A top Hamas official declared over the weekend that the possibility of disarming the Iran-backed terror group never came up during unity discussions between it and the rival Fatah faction, a boast that seems set to widen concerns that the agreement - which among other things envisions a single Palestinian government eventually taking control of both the Hamas-controlled Gaza Strip and of Fatah-ruled parts of the West Bank - may be insufficiently robust to overcome fundamental obstacles to the creation of a viable Palestinian state. Hamas Political Bureau Deputy Chief Moussa Abu Marzouk told reporters on Saturday that not only had disarming Hamas never been discussed, despite the almost definitional need for Ramallah to maintain a monopoly on the use of force, but that the organization would also refuse to recognize Israel. Renouncing violence and acknowledging Jerusalem's right to exist are two of three so-called Quartet conditions - abiding by past Palestinian Authority (PA) agreements is the third - that the international community has long demanded any Palestinian government fulfill. PA President Mahmoud Abbas has insisted in recent days that the envisioned unity government will meet those conditions, claims that earned him an explicit rebuke for lying by former Hamas Foreign Minister Mahmoud Al-Zahar. The news came amid indicators that the deal was nonetheless providing a lifeline to the group, which until very recently had widely been seen as locked in a political and economic downward spiral. Traditional Hamas allies such as Turkey and Qatar immediately hailed the deal, and the Qataris reportedly pledged to deliver $5 million to the Gaza government in support of Hamas-Fatah reconciliation in response to an explicit request made by Hamas Prime Minister Ismail Haniyeh. Meanwhile Palestinian media reported on Monday that Abbas had held a meeting with Hamas chief Khaled Mashaal in Doha aimed at overcoming remaining obstacles.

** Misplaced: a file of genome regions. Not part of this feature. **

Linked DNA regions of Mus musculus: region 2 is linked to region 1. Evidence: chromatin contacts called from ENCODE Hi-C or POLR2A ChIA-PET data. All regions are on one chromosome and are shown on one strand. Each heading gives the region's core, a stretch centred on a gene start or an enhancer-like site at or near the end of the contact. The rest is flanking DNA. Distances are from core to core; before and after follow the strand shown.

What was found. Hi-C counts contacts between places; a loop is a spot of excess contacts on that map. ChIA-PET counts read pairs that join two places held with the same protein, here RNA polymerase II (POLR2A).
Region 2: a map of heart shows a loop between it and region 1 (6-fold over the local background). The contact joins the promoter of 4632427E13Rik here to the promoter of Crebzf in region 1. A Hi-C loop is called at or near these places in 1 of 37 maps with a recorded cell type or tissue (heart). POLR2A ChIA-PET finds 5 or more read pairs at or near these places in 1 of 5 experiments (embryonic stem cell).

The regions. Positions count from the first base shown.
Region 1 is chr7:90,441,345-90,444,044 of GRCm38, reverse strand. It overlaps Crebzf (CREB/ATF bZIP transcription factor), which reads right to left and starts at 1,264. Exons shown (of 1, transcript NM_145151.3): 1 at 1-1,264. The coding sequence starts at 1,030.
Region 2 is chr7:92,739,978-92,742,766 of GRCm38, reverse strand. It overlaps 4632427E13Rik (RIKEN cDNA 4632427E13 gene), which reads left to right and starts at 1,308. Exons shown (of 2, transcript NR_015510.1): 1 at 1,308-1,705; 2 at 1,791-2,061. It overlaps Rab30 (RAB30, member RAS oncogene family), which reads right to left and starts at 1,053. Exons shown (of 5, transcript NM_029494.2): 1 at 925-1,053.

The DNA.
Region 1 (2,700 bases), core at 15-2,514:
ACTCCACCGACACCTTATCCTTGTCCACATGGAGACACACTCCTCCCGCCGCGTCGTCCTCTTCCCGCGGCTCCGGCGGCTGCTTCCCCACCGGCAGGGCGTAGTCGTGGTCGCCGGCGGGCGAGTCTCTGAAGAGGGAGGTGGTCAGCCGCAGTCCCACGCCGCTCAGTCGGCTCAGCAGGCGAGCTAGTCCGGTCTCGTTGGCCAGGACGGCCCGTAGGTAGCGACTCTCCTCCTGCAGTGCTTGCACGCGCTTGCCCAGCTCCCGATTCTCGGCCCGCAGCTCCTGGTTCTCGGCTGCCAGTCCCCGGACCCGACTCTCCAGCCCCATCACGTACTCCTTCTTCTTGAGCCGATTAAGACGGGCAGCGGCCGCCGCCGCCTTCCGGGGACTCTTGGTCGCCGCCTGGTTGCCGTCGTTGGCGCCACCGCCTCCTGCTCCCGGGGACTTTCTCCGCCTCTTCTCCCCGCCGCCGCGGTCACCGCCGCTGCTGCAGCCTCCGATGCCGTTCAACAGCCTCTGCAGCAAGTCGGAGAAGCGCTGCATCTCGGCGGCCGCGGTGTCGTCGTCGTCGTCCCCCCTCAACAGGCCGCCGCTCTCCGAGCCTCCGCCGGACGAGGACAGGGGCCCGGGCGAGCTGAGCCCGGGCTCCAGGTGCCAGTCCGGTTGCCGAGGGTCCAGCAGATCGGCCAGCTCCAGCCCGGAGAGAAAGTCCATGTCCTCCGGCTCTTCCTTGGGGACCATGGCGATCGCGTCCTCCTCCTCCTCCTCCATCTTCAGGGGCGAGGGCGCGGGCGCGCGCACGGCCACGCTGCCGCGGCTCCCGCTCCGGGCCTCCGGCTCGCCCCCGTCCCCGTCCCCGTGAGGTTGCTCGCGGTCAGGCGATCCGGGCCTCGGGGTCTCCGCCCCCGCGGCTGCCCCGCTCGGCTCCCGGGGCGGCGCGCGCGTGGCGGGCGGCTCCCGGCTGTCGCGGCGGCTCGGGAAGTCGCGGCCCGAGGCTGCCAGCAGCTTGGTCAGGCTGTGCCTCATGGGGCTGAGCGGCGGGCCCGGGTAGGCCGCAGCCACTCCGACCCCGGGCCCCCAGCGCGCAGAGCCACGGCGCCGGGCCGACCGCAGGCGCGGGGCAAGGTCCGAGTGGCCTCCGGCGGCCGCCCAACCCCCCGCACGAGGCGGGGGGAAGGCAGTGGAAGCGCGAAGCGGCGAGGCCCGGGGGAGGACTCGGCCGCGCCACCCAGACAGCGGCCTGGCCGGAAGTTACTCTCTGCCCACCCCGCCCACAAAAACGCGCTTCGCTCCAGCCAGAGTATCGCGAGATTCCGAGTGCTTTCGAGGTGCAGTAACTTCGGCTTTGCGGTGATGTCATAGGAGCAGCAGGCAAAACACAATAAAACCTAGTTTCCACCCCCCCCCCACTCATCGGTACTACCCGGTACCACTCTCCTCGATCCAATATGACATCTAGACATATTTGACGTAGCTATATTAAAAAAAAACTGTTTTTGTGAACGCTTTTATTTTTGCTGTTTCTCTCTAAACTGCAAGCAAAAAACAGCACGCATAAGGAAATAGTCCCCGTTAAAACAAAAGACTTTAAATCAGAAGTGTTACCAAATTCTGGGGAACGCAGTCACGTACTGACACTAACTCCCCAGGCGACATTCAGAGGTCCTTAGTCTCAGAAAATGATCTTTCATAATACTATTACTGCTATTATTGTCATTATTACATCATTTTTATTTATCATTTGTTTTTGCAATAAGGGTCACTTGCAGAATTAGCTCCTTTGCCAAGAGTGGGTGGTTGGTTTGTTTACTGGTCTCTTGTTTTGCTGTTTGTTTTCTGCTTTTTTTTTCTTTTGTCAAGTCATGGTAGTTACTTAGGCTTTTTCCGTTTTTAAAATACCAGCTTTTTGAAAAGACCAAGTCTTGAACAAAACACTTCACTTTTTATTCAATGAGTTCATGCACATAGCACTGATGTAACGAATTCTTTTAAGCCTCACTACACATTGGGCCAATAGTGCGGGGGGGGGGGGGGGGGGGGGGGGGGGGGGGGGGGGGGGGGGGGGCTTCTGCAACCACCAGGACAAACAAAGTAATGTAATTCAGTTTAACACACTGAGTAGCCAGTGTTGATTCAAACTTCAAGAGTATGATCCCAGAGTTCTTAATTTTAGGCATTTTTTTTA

South African security site DefenceWeb on Monday rounded up developments surrounding last week's announcement by Sen. Patrick Leahy (D-VT) that he would block additional security assistance to the Egyptian army as a result of his "growing dismay" at Cairo's heavy-handed tactics against the Muslim Brotherhood, a move that came after the Obama administration had publicly committed to partially unfreezing its own halt in aid, which had in turn been widely blasted for risking bilateral relations while having little chance of affecting Egyptian calculations. Close military ties between Washington and Cairo had for decades granted American forces a range of preferential arrangements seen as crucial to enhancing American air and naval operations in the region. Analysts from across political and ideological lines had criticized the administration for creating a vacuum that could be filled in by other powers or, more worryingly, by geopolitical rivals. Tom Nichols and John R. Schindler, foreign policy scholars who by their own descriptions agree on almost nothing, described the freeze as undermining "nearly seven decades" of bipartisan American efforts aimed at "limiting Moscow’s influence" in the Middle East. Yiftah Shapir, Zvi Magen, and Gal Perel - researchers from Israel's Institute for National Security Studies - last week described a recently announced a deal under which Egypt would purchase Russian Mig-29s as "an alarm for decision makers in Washington" regarding a potential Egyptian pivot toward Moscow. Gulf countries meanwhile seen intent on taking the sting out of any aid cuts, and Reuters on Monday revealed that Gulf oil producers have in less than a year provided Egypt with roughly $6 billion worth of free fuel.
- Hamas stages "massive show of force" in West Bank as worries deepen that unity deal will revive group